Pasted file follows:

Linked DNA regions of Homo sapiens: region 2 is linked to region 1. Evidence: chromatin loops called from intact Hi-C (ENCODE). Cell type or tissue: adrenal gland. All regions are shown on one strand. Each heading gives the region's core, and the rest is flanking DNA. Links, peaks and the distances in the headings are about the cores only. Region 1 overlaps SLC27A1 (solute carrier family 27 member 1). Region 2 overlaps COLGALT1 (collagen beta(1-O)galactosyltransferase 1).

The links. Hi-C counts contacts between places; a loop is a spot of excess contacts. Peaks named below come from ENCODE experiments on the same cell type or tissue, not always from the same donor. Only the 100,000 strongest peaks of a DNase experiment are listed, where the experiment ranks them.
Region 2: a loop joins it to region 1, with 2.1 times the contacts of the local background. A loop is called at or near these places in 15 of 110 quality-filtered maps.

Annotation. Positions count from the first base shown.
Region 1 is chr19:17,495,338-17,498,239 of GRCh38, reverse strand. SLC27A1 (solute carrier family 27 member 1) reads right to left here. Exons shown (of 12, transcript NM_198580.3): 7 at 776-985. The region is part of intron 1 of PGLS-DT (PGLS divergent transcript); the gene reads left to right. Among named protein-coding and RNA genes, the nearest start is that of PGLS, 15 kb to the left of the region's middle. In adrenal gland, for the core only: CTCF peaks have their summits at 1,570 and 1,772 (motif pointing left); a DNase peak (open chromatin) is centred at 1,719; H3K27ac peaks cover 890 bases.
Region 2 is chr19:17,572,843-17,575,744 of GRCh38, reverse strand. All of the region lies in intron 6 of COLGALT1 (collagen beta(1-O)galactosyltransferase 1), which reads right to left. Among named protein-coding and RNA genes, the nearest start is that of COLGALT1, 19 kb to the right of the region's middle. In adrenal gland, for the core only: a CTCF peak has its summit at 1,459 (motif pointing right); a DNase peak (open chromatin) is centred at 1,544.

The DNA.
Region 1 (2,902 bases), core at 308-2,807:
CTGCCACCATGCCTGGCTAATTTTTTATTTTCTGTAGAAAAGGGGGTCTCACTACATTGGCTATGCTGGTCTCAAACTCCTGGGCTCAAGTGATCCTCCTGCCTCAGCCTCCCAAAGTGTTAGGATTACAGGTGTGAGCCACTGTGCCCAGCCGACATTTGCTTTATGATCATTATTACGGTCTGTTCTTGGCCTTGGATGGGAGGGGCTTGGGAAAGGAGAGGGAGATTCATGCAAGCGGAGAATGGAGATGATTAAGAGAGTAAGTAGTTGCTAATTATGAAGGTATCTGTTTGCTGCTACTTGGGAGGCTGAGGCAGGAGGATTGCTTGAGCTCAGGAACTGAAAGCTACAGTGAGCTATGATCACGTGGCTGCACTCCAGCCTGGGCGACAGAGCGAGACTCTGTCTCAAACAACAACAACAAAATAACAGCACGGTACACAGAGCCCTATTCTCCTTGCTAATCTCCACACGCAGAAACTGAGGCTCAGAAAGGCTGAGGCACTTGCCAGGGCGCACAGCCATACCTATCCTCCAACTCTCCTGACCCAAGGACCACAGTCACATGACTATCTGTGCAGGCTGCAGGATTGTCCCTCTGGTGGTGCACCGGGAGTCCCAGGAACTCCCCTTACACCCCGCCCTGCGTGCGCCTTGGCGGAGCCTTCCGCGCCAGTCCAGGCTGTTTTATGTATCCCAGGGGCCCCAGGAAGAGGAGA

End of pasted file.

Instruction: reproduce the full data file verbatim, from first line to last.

Linked DNA regions of Homo sapiens: region 2 is linked to region 1. Evidence: chromatin loops called from intact Hi-C (ENCODE). Cell type or tissue: adrenal gland. All regions are shown on one strand. Each heading gives the region's core, and the rest is flanking DNA. Links, peaks and the distances in the headings are about the cores only. Region 1 overlaps SLC27A1 (solute carrier family 27 member 1). Region 2 overlaps COLGALT1 (collagen beta(1-O)galactosyltransferase 1).

The links. Hi-C counts contacts between places; a loop is a spot of excess contacts. Peaks named below come from ENCODE experiments on the same cell type or tissue, not always from the same donor. Only the 100,000 strongest peaks of a DNase experiment are listed, where the experiment ranks them.
Region 2: a loop joins it to region 1, with 2.1 times the contacts of the local background. A loop is called at or near these places in 15 of 110 quality-filtered maps.

Annotation. Positions count from the first base shown.
Region 1 is chr19:17,495,338-17,498,239 of GRCh38, reverse strand. SLC27A1 (solute carrier family 27 member 1) reads right to left here. Exons shown (of 12, transcript NM_198580.3): 7 at 776-985. The region is part of intron 1 of PGLS-DT (PGLS divergent transcript); the gene reads left to right. Among named protein-coding and RNA genes, the nearest start is that of PGLS, 15 kb to the left of the region's middle. In adrenal gland, for the core only: CTCF peaks have their summits at 1,570 and 1,772 (motif pointing left); a DNase peak (open chromatin) is centred at 1,719; H3K27ac peaks cover 890 bases.
Region 2 is chr19:17,572,843-17,575,744 of GRCh38, reverse strand. All of the region lies in intron 6 of COLGALT1 (collagen beta(1-O)galactosyltransferase 1), which reads right to left. Among named protein-coding and RNA genes, the nearest start is that of COLGALT1, 19 kb to the right of the region's middle. In adrenal gland, for the core only: a CTCF peak has its summit at 1,459 (motif pointing right); a DNase peak (open chromatin) is centred at 1,544.

The DNA.
Region 1 (2,902 bases), core at 308-2,807:
CTGCCACCATGCCTGGCTAATTTTTTATTTTCTGTAGAAAAGGGGGTCTCACTACATTGGCTATGCTGGTCTCAAACTCCTGGGCTCAAGTGATCCTCCTGCCTCAGCCTCCCAAAGTGTTAGGATTACAGGTGTGAGCCACTGTGCCCAGCCGACATTTGCTTTATGATCATTATTACGGTCTGTTCTTGGCCTTGGATGGGAGGGGCTTGGGAAAGGAGAGGGAGATTCATGCAAGCGGAGAATGGAGATGATTAAGAGAGTAAGTAGTTGCTAATTATGAAGGTATCTGTTTGCTGCTACTTGGGAGGCTGAGGCAGGAGGATTGCTTGAGCTCAGGAACTGAAAGCTACAGTGAGCTATGATCACGTGGCTGCACTCCAGCCTGGGCGACAGAGCGAGACTCTGTCTCAAACAACAACAACAAAATAACAGCACGGTACACAGAGCCCTATTCTCCTTGCTAATCTCCACACGCAGAAACTGAGGCTCAGAAAGGCTGAGGCACTTGCCAGGGCGCACAGCCATACCTATCCTCCAACTCTCCTGACCCAAGGACCACAGTCACATGACTATCTGTGCAGGCTGCAGGATTGTCCCTCTGGTGGTGCACCGGGAGTCCCAGGAACTCCCCTTACACCCCGCCCTGCGTGCGCCTTGGCGGAGCCTTCCGCGCCAGTCCAGGCTGTTTTATGTATCCCAGGGGCCCCAGGAAGAGGAGA